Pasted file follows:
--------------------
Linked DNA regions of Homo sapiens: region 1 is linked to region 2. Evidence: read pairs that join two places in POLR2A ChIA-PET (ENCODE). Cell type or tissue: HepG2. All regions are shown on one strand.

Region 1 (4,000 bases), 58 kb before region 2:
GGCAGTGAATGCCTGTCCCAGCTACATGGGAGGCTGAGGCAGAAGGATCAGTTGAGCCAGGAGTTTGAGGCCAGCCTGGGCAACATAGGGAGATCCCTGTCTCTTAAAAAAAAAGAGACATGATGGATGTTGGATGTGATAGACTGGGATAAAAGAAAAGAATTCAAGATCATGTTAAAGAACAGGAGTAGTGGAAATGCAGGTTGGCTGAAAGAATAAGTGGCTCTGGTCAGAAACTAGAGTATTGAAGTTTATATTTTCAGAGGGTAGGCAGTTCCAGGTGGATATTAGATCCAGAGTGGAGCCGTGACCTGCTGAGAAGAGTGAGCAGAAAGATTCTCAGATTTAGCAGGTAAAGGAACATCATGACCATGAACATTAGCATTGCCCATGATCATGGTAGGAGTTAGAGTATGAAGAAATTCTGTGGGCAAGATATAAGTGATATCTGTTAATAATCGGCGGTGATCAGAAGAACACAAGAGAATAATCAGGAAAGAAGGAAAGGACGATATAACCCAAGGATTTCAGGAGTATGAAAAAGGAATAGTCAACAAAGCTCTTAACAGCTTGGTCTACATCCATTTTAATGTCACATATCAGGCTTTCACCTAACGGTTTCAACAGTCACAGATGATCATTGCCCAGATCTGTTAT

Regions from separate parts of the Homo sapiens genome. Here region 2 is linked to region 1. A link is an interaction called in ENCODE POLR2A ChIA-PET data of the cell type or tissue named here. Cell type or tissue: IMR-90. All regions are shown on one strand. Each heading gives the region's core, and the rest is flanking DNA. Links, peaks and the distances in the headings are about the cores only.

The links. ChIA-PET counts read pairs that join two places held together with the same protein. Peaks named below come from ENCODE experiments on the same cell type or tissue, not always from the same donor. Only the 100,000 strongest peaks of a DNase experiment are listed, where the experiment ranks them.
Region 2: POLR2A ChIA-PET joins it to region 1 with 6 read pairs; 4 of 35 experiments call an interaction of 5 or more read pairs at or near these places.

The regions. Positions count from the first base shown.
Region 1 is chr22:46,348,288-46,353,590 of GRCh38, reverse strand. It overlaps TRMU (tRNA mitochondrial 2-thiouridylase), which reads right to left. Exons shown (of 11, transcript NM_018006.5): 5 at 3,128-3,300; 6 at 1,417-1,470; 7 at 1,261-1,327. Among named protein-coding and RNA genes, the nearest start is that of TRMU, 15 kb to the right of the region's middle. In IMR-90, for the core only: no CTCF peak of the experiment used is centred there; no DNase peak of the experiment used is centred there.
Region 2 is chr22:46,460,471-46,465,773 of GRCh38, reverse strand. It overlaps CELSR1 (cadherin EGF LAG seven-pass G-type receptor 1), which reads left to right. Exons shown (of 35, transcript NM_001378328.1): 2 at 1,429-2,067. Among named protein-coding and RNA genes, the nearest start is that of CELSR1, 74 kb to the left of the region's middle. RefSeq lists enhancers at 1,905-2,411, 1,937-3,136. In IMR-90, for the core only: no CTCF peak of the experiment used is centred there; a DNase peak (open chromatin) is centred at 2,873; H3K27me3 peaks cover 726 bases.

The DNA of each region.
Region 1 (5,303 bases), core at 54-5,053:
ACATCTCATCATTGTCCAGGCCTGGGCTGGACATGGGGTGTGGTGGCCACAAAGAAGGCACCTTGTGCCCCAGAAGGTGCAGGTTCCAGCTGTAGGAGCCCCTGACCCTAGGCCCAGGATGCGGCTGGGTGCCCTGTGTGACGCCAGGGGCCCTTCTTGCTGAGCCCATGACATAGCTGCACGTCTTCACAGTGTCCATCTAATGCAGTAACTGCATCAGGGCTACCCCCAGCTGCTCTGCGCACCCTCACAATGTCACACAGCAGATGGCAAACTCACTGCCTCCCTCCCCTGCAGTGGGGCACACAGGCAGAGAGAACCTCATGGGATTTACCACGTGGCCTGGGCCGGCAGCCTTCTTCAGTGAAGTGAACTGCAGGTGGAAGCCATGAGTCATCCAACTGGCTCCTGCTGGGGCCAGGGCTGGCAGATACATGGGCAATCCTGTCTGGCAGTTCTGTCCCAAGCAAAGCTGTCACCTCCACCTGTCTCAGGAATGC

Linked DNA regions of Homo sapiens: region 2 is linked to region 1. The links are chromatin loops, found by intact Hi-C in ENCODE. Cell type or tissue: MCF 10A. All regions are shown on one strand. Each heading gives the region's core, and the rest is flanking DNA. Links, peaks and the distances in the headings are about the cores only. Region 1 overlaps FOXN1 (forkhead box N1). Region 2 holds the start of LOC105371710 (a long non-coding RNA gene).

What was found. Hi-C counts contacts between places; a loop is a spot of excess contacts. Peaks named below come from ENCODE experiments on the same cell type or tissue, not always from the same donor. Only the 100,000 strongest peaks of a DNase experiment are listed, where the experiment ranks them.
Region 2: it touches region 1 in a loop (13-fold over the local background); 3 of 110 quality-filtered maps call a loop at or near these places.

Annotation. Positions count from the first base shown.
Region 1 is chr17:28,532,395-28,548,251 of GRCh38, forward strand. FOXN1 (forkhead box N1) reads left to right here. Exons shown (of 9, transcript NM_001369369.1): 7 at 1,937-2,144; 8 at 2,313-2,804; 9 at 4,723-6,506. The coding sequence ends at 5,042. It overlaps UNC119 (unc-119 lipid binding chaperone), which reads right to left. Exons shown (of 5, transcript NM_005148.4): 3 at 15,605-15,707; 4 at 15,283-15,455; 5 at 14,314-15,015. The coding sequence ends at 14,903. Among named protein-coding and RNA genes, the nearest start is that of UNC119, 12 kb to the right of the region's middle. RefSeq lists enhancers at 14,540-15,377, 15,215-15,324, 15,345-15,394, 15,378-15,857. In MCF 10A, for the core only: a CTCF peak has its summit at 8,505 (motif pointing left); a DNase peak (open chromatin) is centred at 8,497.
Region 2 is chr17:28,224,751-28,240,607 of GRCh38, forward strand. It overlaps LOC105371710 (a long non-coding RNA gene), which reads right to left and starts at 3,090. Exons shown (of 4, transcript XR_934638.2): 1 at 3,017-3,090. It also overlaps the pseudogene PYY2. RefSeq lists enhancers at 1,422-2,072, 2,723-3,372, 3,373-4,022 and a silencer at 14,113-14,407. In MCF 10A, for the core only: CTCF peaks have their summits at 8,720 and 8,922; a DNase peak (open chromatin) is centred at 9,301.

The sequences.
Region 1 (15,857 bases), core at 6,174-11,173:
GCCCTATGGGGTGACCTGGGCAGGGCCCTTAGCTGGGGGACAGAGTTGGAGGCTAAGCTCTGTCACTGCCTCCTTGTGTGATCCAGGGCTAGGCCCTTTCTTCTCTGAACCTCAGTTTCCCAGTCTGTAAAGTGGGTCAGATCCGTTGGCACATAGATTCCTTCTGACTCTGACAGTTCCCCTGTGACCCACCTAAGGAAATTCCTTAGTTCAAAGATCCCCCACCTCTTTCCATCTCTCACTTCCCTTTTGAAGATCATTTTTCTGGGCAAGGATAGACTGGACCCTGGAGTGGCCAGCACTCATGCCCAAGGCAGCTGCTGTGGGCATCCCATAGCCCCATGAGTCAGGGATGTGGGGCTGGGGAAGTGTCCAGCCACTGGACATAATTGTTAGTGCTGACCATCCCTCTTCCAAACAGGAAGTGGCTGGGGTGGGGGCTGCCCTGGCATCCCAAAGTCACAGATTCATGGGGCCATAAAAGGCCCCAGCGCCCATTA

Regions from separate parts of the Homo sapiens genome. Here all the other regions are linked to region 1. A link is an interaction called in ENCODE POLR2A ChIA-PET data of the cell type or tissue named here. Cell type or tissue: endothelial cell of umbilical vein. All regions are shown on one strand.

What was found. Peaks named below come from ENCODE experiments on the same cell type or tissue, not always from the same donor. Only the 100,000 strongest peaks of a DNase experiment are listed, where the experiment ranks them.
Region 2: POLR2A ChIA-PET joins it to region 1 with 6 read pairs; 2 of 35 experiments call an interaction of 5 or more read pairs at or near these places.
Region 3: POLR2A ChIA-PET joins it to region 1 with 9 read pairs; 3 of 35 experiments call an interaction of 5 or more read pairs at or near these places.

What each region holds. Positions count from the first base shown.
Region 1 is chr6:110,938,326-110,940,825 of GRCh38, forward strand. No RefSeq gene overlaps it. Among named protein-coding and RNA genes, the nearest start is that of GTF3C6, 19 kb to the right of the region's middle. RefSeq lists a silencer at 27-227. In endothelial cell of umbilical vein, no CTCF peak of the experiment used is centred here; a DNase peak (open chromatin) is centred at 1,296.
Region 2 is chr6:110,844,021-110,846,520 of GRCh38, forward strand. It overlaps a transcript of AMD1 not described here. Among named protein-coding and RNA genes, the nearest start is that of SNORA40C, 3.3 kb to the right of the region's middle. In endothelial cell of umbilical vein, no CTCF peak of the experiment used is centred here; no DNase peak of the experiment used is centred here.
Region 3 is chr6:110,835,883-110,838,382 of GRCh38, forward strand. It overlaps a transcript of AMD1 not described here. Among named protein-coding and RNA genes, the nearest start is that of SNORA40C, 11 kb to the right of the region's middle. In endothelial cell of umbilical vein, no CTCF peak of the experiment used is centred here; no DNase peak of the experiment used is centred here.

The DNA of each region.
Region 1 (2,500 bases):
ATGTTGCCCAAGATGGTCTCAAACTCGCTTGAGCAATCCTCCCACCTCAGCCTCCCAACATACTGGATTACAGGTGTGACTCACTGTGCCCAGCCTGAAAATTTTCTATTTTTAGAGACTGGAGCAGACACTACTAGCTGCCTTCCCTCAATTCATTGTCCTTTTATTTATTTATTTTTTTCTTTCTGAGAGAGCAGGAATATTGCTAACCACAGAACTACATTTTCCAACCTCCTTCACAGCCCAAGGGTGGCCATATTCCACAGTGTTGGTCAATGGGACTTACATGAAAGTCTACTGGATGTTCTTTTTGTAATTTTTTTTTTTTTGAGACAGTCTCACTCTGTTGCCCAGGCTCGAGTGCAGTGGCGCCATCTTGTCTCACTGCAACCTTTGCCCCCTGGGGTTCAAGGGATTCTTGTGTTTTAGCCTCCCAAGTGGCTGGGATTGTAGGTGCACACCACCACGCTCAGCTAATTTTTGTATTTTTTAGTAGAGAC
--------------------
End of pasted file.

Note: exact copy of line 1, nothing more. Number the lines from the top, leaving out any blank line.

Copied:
Linked DNA regions of Homo sapiens: region 1 is linked to region 2. Evidence: read pairs that join two places in POLR2A ChIA-PET (ENCODE). Cell type or tissue: HepG2. All regions are shown on one strand.